The study linked here said Prekese has a strong flavor but that is not true. In my experience of eating Prekese/aidan fruit in palm nut soup, the spice flavor is faint. I had to add two (2) before the aroma gain momentum of how I wanted it. According to studies, prekese can possibly help manage diabetes. It helps relieve fevers, making it even better in soups. It can also be boiled and had as tea. The pod contains nutrients like potassium, iron, and calcium. These help mothers in postpartum recovery as they help in blood restoration and milk production. Prekese isn’t the only spice used in tea, try this Chai ya mkandaa, meaning black tea in Kenya.
Palm nut cream benefits
Now onto the benefits of the star in this traditional Ghana food. That is Palm nuts. Palm nut is commonly turned into Red palm oil, used in stews and soups. But it can also be used in cakes and biscuits. You could try it in this Juicy Liberian Rice Bread Recipe. Like we said in our dry rice recipe, Palm oil is a great source of vitamin E and vitamin A. Vitamin E helps in cell function while vitamin A is good for your eyes. But, it is fairly high in saturated fat, so if you’re worried about bad cholesterol levels, make sure your palm oil is processed.
The great debate: Banku vs fufu
I’m sure you’ve heard of fufu, but you may be wondering what banku is. It is a popular traditional Ghana food that you can eat with the Palm nut soup recipe. Banku is made from slightly fermented and cooked corn and cassava dough. Once formed into a ball, it is cooked in hot water. It may look like fufu but it has a slightly sour taste and it is thicker. Fufu is made from cassava, yams, or plantain fufu flour. Both are said to be originally Ghana recipes, and are perfect for vegetarian African food. Both are swallow foods, and you know what that suggests… eating with your hands! You’ll find that this Traditional Ghana food etiquette/expectation somehow makes the food go down better.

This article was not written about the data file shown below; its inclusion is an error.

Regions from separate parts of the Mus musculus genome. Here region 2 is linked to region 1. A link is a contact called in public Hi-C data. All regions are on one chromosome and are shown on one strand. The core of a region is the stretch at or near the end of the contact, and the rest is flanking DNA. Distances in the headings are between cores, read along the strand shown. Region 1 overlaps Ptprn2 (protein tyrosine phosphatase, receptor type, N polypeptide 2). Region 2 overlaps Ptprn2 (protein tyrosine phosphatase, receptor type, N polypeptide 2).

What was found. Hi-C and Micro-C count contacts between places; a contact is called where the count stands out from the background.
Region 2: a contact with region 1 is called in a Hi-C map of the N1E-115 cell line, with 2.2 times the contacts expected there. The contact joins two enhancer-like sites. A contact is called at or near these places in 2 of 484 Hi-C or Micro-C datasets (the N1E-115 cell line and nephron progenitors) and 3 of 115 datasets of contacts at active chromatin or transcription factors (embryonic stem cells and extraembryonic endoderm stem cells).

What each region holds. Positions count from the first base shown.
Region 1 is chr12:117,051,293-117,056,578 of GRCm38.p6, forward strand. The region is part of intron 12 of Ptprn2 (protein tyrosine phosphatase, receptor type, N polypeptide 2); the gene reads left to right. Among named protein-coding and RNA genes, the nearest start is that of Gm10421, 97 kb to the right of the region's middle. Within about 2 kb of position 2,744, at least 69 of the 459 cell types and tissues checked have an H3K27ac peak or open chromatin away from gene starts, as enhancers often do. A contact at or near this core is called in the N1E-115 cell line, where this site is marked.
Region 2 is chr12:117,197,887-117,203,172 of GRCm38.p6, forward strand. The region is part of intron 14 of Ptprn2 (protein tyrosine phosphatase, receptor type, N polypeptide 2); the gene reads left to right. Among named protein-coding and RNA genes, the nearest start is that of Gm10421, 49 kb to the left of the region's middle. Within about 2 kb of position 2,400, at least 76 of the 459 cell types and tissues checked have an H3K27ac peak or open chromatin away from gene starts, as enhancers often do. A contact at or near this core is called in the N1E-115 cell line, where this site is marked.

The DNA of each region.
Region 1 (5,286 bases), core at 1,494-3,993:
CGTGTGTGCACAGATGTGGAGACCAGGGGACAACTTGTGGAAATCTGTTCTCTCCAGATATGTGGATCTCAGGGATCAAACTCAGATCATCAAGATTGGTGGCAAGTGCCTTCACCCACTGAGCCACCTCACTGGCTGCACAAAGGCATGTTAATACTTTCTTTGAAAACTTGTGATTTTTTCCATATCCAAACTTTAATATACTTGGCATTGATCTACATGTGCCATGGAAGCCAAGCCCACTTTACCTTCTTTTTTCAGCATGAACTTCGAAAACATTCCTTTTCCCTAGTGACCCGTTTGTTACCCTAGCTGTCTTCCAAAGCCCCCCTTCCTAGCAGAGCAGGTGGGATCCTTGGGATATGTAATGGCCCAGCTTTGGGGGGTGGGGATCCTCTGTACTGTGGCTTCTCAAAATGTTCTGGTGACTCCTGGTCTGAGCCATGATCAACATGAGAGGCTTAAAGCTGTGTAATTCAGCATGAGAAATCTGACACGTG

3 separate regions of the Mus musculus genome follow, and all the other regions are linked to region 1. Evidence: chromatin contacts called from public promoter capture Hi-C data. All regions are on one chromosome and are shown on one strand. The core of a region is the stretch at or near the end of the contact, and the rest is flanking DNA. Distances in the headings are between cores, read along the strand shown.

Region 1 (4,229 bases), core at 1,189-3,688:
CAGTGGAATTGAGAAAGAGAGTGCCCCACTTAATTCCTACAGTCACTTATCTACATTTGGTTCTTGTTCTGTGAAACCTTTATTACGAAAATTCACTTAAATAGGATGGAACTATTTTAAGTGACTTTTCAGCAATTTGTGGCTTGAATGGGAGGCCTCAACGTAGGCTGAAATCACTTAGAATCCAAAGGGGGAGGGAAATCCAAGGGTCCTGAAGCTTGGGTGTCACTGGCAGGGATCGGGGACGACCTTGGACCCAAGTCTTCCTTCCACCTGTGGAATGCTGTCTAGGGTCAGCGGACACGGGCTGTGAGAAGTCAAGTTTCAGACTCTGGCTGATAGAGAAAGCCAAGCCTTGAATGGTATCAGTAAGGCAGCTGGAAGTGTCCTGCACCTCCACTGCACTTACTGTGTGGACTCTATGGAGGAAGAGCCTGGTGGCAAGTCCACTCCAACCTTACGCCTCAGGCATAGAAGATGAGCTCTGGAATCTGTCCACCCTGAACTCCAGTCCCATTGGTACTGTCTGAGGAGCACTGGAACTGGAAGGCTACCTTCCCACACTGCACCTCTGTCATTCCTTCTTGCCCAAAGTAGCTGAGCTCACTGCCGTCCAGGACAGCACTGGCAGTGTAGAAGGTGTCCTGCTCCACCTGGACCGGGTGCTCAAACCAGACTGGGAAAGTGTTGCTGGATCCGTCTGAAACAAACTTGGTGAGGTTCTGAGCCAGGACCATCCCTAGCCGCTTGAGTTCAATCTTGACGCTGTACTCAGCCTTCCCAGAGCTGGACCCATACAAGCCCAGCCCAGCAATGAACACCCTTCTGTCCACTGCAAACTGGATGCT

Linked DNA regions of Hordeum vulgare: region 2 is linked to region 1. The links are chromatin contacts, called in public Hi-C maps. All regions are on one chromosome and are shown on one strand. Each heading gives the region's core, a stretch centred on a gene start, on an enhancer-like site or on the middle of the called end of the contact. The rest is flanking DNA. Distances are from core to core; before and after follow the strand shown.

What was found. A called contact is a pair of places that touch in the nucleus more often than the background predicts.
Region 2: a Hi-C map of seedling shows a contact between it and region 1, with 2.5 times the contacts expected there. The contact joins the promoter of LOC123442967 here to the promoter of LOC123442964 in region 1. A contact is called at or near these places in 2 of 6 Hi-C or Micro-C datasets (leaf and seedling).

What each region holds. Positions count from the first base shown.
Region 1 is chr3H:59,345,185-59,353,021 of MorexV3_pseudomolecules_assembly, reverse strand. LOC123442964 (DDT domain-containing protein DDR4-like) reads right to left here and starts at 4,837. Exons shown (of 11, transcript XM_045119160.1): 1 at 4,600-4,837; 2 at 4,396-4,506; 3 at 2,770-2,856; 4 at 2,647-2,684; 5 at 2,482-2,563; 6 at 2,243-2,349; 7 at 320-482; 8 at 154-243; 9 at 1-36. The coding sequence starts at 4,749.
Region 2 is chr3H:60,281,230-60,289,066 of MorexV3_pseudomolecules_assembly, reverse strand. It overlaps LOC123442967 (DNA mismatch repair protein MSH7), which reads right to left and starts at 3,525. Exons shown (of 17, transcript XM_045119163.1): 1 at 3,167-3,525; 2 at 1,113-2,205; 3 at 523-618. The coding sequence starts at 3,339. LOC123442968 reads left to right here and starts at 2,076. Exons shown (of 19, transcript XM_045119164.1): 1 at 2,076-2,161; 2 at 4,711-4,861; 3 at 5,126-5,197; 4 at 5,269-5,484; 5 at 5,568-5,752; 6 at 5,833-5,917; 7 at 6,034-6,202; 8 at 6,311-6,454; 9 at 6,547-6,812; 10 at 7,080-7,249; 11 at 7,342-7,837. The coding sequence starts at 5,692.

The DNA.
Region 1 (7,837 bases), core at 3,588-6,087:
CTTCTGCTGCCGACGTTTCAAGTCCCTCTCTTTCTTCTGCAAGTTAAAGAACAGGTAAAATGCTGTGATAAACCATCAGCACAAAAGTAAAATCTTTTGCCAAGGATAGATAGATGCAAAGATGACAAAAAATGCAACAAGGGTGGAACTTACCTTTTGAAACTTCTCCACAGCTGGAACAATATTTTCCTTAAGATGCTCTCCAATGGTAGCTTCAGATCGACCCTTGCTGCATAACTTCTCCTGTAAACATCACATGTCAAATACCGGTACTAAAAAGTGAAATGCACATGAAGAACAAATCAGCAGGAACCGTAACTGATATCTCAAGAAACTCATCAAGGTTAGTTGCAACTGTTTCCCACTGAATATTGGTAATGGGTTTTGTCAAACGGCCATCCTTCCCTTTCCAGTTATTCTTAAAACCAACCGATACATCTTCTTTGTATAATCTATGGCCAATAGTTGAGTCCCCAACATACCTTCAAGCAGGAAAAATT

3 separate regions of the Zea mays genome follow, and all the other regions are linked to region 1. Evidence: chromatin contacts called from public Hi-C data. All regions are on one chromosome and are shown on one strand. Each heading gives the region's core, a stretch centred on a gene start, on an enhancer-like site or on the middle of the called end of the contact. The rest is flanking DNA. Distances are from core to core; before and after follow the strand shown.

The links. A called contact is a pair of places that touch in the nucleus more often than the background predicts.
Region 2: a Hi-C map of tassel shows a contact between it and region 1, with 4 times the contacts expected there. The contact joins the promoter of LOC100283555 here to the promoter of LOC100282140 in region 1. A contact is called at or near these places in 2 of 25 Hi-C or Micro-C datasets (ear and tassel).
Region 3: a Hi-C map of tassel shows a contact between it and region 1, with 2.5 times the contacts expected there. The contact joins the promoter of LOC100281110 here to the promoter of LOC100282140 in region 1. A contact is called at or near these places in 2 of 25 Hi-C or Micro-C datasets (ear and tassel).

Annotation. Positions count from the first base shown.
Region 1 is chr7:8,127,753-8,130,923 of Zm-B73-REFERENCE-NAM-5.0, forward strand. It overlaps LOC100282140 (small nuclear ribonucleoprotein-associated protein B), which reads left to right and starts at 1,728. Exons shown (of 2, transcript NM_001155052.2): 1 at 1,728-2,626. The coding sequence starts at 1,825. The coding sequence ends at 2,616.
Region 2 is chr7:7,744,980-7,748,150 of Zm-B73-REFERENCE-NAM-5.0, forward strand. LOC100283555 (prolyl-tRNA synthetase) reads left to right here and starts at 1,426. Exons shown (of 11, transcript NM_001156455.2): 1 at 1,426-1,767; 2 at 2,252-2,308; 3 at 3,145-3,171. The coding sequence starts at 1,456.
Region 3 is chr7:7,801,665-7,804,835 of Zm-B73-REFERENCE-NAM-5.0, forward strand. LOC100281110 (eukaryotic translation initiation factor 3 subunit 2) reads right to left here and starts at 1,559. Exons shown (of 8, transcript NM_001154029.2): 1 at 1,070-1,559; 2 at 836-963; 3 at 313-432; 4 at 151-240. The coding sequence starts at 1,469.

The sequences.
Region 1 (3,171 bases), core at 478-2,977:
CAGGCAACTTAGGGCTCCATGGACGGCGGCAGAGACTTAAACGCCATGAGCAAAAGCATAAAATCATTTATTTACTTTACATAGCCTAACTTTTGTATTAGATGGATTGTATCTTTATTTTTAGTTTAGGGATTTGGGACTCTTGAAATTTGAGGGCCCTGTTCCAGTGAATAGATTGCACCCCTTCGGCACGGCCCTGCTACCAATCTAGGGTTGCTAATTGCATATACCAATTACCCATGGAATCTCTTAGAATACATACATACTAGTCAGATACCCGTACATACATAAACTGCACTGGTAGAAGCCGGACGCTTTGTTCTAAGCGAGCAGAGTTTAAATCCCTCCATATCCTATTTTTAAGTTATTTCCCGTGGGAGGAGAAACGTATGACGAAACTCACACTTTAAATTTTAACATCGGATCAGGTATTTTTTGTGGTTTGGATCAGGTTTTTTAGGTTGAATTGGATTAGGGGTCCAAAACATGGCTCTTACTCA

So which one is better? We will let you pick in the comments. I personally think it comes down to thickness preferences and what ingredients you have ready.
DISCLAIMER: Palm nut soup splatters as it thickens, so do not wear white or light colored clothes when you cook it. They have stain removers for red wine, but not for red palm oil.
Vegetarian African food is not limited
Once again, we have seen that Ghana recipes can be suited for the vegetarian lifestyle. Abenkwan is no exception. We have also seen the differences between banku vs fufu and possibly come up with individual picks. Whatever you decide, try it with this Palm nut soup recipe. And try not to take a super long nap from the satisfaction and fullness in your belly. Curious about a no-animal-meat food lifestyle? Check out our Instagram page for real-life inspirations 😊.